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Designer Amphetamines in Forensic Toxicology: Analysis and Prevalence

Award Information

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Description of original award (Fiscal Year 2008, $226,550)

This project seeks to develop screening and confirmatory methods for new, emerging 'designer' amphetamines, using the most widely used technologies in forensic toxicological laboratories today, specifically enzyme-linked immunosorbent assay (ELISA) and gas chromatography/mass spectrometry (GC/MS). The cross-reactivity of antibodies used in commercial immunoassays for methamphetamine will be examined to determine whether existing commercial immunoassays are effective screening tools for emerging designer drugs. Extraction protocols and chemical derivatives will be considered in order to develop a confirmatory analysis using GC/MS, taking into consideration existing resources that do not place an undue burden on the laboratory or require extensive familiarization. The resulting procedures will be scientifically validated according to established procedures and accreditation requirements. Such validated procedures, using commonly used technologies and methodologies, will assist in reducing case backlog in the area of forensic toxicology. Finally, prevalence of these drugs in actual forensic toxicology casework samples will be investigated.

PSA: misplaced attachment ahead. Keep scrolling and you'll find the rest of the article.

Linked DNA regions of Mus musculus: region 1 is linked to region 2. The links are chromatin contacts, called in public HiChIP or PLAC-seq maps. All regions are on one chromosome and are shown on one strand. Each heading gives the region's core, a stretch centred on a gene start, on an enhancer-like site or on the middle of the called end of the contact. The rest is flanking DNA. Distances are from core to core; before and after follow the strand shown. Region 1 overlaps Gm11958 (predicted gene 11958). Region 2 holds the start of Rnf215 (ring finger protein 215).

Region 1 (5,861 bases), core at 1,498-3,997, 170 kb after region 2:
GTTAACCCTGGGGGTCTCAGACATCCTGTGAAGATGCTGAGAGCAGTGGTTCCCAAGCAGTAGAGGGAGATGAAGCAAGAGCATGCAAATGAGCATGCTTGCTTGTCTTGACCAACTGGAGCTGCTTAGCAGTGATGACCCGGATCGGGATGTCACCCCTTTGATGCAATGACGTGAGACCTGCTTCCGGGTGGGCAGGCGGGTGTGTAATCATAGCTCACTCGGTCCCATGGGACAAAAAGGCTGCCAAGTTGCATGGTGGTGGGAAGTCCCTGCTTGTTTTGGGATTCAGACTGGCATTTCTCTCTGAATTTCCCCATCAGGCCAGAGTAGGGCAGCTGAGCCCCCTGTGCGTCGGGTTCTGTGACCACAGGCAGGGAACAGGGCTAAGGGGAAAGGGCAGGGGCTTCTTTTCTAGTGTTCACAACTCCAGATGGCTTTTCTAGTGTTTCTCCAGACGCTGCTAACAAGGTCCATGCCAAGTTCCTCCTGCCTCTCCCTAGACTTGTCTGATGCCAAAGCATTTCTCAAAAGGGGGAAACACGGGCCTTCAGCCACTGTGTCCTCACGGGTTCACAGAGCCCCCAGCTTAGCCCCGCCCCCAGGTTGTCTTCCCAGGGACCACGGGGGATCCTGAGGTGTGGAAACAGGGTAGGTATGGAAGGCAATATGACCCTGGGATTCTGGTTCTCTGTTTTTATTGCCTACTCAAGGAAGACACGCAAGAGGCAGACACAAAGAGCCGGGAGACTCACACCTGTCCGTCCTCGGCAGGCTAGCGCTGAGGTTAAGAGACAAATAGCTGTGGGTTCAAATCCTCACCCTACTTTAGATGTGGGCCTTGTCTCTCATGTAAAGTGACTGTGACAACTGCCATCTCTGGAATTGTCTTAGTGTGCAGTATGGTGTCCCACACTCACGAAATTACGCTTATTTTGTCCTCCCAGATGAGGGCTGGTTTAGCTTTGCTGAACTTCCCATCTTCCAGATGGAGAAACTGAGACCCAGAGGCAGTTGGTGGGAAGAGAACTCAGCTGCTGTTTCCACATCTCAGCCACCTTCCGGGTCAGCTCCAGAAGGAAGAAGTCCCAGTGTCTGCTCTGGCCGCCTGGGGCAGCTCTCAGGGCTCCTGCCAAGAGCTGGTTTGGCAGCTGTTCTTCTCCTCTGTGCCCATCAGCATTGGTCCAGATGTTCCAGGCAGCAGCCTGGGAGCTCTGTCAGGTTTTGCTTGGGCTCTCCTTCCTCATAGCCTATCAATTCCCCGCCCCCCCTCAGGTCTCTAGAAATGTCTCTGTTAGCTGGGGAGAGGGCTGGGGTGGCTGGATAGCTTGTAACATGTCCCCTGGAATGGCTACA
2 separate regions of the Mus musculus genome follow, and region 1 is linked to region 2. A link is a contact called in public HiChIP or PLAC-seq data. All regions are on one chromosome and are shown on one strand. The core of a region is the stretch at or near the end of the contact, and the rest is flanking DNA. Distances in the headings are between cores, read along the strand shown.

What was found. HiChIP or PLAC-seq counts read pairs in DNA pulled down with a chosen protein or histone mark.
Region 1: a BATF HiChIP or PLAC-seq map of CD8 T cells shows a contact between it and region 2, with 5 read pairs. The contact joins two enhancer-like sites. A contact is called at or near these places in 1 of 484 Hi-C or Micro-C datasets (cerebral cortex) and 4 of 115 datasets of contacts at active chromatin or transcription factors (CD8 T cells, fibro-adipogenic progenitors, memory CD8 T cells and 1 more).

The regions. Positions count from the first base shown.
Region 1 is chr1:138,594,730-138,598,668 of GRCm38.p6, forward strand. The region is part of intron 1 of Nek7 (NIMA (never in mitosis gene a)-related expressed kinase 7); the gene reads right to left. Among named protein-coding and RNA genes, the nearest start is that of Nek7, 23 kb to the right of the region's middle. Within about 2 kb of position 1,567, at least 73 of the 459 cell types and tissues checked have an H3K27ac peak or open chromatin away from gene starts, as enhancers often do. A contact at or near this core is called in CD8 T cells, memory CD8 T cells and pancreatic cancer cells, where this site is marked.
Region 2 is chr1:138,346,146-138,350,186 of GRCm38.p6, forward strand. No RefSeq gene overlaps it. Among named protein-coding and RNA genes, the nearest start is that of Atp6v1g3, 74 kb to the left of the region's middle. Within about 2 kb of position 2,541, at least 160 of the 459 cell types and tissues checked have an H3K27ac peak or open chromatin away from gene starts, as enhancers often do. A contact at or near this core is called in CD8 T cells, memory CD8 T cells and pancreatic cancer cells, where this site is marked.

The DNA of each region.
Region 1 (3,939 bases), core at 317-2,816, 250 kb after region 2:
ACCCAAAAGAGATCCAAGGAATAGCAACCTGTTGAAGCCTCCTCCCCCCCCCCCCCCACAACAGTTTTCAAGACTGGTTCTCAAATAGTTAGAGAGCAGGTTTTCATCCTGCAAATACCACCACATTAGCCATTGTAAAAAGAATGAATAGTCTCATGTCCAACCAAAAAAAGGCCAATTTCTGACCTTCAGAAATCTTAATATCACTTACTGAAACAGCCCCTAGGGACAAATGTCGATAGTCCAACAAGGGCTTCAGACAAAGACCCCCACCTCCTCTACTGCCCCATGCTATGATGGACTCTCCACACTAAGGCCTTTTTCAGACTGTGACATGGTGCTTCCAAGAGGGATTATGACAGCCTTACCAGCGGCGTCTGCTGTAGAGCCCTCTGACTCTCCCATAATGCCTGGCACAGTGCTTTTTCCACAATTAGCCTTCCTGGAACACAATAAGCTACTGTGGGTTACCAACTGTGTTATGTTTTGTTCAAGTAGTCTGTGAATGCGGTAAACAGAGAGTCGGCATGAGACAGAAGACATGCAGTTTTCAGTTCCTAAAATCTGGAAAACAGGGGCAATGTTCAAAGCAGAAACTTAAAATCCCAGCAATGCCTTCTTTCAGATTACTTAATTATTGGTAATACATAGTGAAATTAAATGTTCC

This award will provide funding to Sam Houston State University to expand research of emerging designer amphetamines in casework, by increasing the number of targeted drugs from 10 to as many as 27, and by examining the prevalence of the targeted compounds in more case samples, from 500 cases to 2500 cases, drawn from a wider geographic area. The extension of this research will provide routine testing laboratories with practical information that will allow them to implement new analytical procedures for the detection of the newer designer amphetamines. This will reduce case backlog by allowing for testing for more compounds with one test.


Date Created: September 15, 2008